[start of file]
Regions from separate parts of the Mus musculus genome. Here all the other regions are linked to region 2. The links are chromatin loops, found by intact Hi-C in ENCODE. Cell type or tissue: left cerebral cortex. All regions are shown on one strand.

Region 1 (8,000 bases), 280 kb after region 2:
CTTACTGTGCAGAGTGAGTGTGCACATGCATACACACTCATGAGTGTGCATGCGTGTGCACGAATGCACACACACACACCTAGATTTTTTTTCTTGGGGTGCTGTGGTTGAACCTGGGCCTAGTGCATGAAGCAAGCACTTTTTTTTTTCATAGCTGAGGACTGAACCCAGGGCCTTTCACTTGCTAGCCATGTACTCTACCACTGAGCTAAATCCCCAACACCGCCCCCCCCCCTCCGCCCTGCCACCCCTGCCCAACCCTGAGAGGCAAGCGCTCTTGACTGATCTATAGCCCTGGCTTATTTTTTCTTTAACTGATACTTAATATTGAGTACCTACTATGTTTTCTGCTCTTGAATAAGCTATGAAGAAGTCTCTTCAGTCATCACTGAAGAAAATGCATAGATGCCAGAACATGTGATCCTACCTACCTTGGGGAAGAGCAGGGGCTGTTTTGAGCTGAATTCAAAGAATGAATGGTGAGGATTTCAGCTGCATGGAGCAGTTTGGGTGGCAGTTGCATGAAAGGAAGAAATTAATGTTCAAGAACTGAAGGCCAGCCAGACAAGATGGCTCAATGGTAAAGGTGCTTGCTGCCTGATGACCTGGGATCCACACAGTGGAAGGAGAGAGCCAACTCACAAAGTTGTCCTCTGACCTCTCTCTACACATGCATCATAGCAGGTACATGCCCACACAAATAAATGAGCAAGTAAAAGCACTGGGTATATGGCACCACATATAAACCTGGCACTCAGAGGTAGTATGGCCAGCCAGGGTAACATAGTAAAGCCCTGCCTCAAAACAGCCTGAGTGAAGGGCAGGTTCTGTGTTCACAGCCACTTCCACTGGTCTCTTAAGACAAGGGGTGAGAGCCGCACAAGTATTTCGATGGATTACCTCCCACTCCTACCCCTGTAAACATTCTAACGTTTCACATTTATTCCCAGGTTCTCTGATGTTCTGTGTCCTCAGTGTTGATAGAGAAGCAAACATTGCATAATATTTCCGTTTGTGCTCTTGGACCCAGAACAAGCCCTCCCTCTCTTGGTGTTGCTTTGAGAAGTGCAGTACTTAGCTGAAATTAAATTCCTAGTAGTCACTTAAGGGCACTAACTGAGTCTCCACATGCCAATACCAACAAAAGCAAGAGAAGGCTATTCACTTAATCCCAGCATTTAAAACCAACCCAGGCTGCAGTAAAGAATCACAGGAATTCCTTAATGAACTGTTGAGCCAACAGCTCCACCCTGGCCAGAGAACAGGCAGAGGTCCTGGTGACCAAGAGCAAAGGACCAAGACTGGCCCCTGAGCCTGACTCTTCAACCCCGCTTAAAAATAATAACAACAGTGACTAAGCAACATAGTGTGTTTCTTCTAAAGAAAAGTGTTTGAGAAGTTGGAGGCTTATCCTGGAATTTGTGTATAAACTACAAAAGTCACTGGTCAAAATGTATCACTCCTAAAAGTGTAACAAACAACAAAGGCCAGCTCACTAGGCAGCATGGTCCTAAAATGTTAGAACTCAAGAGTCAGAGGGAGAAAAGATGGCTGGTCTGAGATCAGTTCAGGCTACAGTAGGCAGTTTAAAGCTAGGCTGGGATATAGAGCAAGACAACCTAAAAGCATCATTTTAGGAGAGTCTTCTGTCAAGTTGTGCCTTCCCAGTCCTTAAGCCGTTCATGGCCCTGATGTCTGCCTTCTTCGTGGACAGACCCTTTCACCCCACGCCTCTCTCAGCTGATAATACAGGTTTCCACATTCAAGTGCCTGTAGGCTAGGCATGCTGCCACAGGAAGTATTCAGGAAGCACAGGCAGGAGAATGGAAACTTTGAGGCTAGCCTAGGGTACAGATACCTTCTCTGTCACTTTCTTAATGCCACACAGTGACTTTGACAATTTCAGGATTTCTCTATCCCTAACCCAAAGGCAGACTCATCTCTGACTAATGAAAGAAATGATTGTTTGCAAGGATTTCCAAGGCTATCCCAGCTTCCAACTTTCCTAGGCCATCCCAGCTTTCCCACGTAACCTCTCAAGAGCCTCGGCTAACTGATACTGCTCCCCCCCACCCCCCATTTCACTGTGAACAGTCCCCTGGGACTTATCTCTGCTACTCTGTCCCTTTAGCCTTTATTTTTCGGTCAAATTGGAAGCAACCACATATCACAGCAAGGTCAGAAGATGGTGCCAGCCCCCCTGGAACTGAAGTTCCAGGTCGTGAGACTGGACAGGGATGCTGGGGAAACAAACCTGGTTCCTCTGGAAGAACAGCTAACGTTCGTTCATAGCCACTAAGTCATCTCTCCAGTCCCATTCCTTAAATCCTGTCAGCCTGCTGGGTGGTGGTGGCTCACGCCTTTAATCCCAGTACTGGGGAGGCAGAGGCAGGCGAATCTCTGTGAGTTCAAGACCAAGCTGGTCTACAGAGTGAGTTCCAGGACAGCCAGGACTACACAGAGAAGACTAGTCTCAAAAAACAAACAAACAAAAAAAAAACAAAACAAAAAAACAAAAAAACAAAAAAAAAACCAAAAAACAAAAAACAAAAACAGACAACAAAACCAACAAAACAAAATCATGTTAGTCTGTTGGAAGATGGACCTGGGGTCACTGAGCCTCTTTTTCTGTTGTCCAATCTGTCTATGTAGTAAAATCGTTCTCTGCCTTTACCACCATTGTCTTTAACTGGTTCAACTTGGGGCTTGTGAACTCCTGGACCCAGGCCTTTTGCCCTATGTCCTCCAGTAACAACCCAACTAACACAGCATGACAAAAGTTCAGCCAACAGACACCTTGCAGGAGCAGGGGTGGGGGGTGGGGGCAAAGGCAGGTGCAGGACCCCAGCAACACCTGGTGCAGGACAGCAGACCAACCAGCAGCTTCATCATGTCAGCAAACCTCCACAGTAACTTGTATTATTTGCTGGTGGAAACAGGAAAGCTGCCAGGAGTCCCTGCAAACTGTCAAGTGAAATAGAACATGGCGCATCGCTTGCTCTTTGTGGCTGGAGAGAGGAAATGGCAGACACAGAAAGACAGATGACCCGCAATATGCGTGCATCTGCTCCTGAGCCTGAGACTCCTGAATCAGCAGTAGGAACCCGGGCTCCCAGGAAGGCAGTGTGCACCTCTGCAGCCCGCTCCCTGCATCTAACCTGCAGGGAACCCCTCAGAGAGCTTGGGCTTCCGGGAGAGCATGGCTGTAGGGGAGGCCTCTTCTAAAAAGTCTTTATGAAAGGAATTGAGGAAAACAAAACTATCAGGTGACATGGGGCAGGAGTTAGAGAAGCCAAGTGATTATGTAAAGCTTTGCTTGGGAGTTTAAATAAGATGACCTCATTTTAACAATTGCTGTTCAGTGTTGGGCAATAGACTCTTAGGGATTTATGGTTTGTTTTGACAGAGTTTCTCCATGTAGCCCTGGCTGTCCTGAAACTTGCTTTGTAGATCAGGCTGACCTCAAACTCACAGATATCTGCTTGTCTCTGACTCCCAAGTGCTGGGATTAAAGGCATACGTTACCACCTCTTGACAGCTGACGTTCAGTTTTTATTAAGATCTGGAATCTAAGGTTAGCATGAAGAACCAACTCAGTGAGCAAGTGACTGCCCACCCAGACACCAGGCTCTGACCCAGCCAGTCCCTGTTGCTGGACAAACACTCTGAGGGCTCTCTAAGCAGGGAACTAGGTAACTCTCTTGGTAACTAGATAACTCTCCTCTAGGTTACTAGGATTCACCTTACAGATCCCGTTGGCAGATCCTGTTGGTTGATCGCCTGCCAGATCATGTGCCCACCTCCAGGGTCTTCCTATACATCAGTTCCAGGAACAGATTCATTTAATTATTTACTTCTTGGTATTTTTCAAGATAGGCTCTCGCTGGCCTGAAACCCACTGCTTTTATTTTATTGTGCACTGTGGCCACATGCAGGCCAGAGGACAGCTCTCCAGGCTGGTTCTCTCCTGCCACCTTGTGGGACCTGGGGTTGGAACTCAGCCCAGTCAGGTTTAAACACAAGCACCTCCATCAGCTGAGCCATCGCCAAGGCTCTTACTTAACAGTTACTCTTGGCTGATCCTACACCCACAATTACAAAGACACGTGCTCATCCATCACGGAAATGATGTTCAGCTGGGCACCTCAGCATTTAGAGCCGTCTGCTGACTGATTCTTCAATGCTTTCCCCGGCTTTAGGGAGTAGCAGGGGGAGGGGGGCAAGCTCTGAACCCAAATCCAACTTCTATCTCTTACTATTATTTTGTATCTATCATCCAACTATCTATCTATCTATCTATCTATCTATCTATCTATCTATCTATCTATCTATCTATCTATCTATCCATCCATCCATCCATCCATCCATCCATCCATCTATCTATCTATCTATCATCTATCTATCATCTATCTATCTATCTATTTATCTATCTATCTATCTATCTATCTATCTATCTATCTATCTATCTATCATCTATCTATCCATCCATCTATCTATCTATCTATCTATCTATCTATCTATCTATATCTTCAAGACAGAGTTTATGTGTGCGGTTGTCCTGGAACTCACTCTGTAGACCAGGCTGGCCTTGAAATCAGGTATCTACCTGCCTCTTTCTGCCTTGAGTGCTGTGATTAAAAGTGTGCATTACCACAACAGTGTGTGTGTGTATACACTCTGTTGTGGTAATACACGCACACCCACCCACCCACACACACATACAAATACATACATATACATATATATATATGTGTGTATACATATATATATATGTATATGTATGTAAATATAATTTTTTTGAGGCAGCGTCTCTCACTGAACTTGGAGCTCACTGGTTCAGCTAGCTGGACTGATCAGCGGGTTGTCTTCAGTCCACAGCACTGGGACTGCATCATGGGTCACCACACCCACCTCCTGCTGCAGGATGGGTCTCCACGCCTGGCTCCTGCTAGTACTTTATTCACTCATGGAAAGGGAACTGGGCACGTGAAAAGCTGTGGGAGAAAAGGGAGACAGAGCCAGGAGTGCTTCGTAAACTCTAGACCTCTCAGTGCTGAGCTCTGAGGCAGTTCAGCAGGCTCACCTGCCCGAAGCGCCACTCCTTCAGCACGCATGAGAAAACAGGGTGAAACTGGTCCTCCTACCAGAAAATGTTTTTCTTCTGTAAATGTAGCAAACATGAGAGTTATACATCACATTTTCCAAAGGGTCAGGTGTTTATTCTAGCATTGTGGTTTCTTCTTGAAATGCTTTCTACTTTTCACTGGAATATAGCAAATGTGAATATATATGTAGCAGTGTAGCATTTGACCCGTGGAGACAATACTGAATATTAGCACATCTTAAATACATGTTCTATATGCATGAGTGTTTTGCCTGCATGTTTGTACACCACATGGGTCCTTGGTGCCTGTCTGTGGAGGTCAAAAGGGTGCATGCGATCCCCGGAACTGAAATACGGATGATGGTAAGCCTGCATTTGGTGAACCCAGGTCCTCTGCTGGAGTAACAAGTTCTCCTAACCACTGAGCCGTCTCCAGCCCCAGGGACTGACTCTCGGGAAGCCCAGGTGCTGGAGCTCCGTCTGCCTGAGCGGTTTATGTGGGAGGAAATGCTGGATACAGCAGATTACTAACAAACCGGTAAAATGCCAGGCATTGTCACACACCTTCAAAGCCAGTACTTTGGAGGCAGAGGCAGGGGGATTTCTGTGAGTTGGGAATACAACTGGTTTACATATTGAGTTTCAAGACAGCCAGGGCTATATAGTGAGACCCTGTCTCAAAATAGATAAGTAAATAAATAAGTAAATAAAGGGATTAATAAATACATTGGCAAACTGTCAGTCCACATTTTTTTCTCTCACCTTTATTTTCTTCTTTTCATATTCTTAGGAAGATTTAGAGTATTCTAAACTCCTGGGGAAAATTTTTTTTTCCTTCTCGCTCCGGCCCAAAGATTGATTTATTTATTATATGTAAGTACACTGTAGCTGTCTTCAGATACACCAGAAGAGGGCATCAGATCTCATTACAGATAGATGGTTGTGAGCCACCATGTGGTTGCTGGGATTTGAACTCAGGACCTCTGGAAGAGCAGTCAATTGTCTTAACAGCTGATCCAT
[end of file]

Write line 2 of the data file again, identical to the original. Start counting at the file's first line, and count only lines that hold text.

Region 1 (8,000 bases), 280 kb after region 2: